Electricity service should be fully restored today – VINLEC CEO
December 27, 2013
Electricity service should be fully restored today – VINLEC CEO

Chief Executive Officer of the St Vincent Electricity Services Ltd Thornley Myers says the entire electrical system should be fully restored by today.{{more}}

In an interview with SEARCHLIGHT yesterday, Myers said nationally, over 90 per cent of the electrical sytem is back up and running, but during the event on Tuesday night, approximately 30 per cent of the system was down.

As at press time yesterday, Myers said only the areas north of Spring Village on the leeward side and Fancy and Owia on the windward side were left to be restored.

“The problem we’ve had is access. We’ve not been able to access this area before yesterday (Wednesday) afternoon and the guys are still on foot…as I hear, at this point, they’re still on foot working in North Windward but we are hoping to get, I would say the systems should be fully functional at least by the end of today (Thursday).

“We expecting the entire system to be up,” he said.

Myers however said the damage done to the Cumberland Hydroelectric power plant during the Christmas Eve floods was disastrous.

“It’s unbelievable. As I tell the guys here, when they see this happening, they must have thought that the Noah and the Ark story repeat itself,” Myers said.

He said that about 300 feet of pipeline in Richmond had been broken up, with additional pipeline broken in Cumberland. “Cumberland three plants. Two of them are significantly damaged. Cumberland comprises three plants…one is high up in the mountain, one at Spring Village and one in Cumberland Valley.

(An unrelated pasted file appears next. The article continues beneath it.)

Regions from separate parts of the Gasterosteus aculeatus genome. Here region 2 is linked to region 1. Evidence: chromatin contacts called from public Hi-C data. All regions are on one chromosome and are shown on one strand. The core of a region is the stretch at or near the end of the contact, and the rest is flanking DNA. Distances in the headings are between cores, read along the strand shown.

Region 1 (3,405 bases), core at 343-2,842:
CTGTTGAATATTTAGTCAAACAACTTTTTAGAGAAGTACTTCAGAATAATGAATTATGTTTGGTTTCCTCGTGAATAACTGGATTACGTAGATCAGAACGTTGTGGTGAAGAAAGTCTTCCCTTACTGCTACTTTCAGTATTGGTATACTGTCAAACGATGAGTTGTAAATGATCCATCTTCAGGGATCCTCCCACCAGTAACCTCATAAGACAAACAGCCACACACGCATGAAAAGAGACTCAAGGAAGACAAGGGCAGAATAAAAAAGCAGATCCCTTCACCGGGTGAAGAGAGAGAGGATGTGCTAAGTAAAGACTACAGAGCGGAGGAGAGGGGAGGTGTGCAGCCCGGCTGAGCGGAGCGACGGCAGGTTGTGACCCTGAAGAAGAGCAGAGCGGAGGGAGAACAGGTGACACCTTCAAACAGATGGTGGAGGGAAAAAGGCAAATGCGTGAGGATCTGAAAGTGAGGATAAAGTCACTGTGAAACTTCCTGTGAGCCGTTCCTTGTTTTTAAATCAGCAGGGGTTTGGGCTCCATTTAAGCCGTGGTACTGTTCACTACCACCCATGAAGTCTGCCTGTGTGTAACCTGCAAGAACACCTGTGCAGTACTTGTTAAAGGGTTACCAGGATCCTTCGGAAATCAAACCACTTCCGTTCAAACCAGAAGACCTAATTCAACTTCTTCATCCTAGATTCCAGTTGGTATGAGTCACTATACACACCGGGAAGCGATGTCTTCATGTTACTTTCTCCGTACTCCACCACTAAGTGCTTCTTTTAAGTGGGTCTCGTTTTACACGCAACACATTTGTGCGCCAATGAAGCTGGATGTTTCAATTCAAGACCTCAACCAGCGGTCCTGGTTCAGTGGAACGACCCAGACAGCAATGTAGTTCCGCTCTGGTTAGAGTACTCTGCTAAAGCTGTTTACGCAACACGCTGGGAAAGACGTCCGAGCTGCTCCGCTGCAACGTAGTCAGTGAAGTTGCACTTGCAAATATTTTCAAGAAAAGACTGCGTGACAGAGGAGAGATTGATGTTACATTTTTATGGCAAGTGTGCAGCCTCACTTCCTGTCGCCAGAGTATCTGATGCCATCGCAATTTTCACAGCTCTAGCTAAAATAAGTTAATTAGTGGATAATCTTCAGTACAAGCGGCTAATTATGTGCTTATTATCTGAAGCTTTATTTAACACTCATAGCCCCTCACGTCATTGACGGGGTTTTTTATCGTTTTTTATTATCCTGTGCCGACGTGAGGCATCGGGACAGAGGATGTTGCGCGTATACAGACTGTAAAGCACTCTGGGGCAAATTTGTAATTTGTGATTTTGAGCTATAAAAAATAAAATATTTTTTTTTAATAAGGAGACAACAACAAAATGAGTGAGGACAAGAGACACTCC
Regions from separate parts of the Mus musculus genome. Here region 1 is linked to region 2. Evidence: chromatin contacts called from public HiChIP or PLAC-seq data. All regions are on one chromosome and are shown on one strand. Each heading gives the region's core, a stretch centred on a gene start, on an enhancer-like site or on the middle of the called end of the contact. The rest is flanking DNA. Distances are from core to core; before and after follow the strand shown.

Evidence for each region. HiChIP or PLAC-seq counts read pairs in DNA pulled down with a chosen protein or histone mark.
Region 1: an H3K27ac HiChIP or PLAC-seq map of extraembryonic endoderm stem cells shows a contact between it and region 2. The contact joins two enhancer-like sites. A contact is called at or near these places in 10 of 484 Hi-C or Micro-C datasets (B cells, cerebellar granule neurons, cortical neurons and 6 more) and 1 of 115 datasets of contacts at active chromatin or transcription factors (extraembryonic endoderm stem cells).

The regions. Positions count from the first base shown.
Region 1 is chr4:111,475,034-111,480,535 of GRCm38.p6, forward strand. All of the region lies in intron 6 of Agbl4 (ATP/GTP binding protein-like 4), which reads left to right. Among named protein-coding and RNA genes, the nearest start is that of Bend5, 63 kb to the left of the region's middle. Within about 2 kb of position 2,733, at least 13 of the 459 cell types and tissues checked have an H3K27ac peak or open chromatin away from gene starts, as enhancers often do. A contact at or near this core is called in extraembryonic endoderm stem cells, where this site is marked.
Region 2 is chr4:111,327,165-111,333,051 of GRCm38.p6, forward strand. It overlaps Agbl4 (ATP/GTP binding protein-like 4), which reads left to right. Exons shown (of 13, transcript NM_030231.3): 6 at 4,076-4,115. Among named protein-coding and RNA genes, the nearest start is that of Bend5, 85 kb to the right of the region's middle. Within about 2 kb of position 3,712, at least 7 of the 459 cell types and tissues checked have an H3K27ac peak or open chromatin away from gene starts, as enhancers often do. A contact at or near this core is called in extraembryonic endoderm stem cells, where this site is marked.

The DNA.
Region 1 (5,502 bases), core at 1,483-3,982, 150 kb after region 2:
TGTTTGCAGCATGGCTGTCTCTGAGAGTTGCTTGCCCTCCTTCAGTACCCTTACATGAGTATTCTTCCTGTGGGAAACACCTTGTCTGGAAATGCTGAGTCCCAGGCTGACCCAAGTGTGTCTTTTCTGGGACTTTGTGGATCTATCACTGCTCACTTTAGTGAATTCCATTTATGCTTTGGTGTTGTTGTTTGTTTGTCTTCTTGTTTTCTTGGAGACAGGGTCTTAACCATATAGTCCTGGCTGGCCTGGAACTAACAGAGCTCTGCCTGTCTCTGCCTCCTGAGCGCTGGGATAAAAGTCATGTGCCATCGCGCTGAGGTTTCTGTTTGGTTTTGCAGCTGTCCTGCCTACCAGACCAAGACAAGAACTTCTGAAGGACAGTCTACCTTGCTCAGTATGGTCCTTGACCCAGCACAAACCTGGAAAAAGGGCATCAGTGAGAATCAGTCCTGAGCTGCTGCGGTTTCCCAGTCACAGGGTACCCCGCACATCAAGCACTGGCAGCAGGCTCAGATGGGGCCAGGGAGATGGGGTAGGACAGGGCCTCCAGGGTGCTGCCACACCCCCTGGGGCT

“The two that are severely damaged is the one at Spring Village and also the one at Cumberland suffered damage. We are hoping that the water didn’t create damage that we can’t see now and that is one of the major problems that we have to confront besides the physical damage, there is possibility of damage to sensitive electronic equipment,” he said.

He said with the damage to the Cumberland power station, the system has lost 3.1 megawatts, which would increase reliance on electricity generated from diesel, thus forcing the price of electricity higher.

Myers said that it would take a few months before the plants are fully restored.

“If something miraculous happens and we get them off before, but at this point in time, I would say a few months,” he said.

“For all intents and purposes the Cumberland plants of 3.5 megawatts is out of commission now. One of the problems we have here is we can’t get up into the mountains easily,” Myers said.